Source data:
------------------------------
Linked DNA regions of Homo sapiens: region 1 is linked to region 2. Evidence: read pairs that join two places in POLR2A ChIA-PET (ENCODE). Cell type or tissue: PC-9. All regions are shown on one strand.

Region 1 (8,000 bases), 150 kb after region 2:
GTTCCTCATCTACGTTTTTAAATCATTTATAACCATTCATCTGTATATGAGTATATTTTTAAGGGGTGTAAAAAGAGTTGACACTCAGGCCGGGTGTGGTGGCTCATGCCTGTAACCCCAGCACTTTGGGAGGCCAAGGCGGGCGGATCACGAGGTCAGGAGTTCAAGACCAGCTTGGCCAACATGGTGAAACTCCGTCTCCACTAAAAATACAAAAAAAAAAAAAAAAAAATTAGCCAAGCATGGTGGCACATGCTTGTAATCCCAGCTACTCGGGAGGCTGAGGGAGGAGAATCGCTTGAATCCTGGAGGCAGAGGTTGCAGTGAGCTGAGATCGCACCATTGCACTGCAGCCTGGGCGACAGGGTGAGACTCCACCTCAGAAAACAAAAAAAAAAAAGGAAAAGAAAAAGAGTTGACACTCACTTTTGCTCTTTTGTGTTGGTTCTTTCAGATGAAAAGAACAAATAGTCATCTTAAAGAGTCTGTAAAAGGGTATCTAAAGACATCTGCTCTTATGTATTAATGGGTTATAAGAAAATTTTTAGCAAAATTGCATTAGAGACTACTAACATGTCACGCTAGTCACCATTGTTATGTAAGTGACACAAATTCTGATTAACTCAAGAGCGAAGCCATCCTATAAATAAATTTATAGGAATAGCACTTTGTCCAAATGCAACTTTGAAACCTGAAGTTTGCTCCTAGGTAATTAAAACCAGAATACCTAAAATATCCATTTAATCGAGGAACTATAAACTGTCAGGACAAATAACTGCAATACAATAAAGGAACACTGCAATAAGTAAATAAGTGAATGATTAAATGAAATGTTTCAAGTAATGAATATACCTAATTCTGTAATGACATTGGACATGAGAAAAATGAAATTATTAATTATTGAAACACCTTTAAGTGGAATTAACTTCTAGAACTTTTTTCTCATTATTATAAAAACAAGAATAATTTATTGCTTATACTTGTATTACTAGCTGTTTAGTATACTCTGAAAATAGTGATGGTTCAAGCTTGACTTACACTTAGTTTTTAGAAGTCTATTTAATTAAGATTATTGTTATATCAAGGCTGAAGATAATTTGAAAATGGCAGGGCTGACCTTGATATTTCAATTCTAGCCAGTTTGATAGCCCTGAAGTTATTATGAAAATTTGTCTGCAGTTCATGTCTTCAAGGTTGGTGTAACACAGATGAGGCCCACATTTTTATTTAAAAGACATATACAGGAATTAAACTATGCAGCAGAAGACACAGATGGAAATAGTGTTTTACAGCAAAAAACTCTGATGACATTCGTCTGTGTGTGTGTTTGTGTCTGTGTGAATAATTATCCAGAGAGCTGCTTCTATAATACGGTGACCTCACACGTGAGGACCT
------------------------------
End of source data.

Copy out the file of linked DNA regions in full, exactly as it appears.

Linked DNA regions of Homo sapiens: region 1 is linked to region 2. Evidence: read pairs that join two places in POLR2A ChIA-PET (ENCODE). Cell type or tissue: PC-9. All regions are shown on one strand.

Region 1 (8,000 bases), 150 kb after region 2:
GTTCCTCATCTACGTTTTTAAATCATTTATAACCATTCATCTGTATATGAGTATATTTTTAAGGGGTGTAAAAAGAGTTGACACTCAGGCCGGGTGTGGTGGCTCATGCCTGTAACCCCAGCACTTTGGGAGGCCAAGGCGGGCGGATCACGAGGTCAGGAGTTCAAGACCAGCTTGGCCAACATGGTGAAACTCCGTCTCCACTAAAAATACAAAAAAAAAAAAAAAAAAATTAGCCAAGCATGGTGGCACATGCTTGTAATCCCAGCTACTCGGGAGGCTGAGGGAGGAGAATCGCTTGAATCCTGGAGGCAGAGGTTGCAGTGAGCTGAGATCGCACCATTGCACTGCAGCCTGGGCGACAGGGTGAGACTCCACCTCAGAAAACAAAAAAAAAAAAGGAAAAGAAAAAGAGTTGACACTCACTTTTGCTCTTTTGTGTTGGTTCTTTCAGATGAAAAGAACAAATAGTCATCTTAAAGAGTCTGTAAAAGGGTATCTAAAGACATCTGCTCTTATGTATTAATGGGTTATAAGAAAATTTTTAGCAAAATTGCATTAGAGACTACTAACATGTCACGCTAGTCACCATTGTTATGTAAGTGACACAAATTCTGATTAACTCAAGAGCGAAGCCATCCTATAAATAAATTTATAGGAATAGCACTTTGTCCAAATGCAACTTTGAAACCTGAAGTTTGCTCCTAGGTAATTAAAACCAGAATACCTAAAATATCCATTTAATCGAGGAACTATAAACTGTCAGGACAAATAACTGCAATACAATAAAGGAACACTGCAATAAGTAAATAAGTGAATGATTAAATGAAATGTTTCAAGTAATGAATATACCTAATTCTGTAATGACATTGGACATGAGAAAAATGAAATTATTAATTATTGAAACACCTTTAAGTGGAATTAACTTCTAGAACTTTTTTCTCATTATTATAAAAACAAGAATAATTTATTGCTTATACTTGTATTACTAGCTGTTTAGTATACTCTGAAAATAGTGATGGTTCAAGCTTGACTTACACTTAGTTTTTAGAAGTCTATTTAATTAAGATTATTGTTATATCAAGGCTGAAGATAATTTGAAAATGGCAGGGCTGACCTTGATATTTCAATTCTAGCCAGTTTGATAGCCCTGAAGTTATTATGAAAATTTGTCTGCAGTTCATGTCTTCAAGGTTGGTGTAACACAGATGAGGCCCACATTTTTATTTAAAAGACATATACAGGAATTAAACTATGCAGCAGAAGACACAGATGGAAATAGTGTTTTACAGCAAAAAACTCTGATGACATTCGTCTGTGTGTGTGTTTGTGTCTGTGTGAATAATTATCCAGAGAGCTGCTTCTATAATACGGTGACCTCACACGTGAGGACCT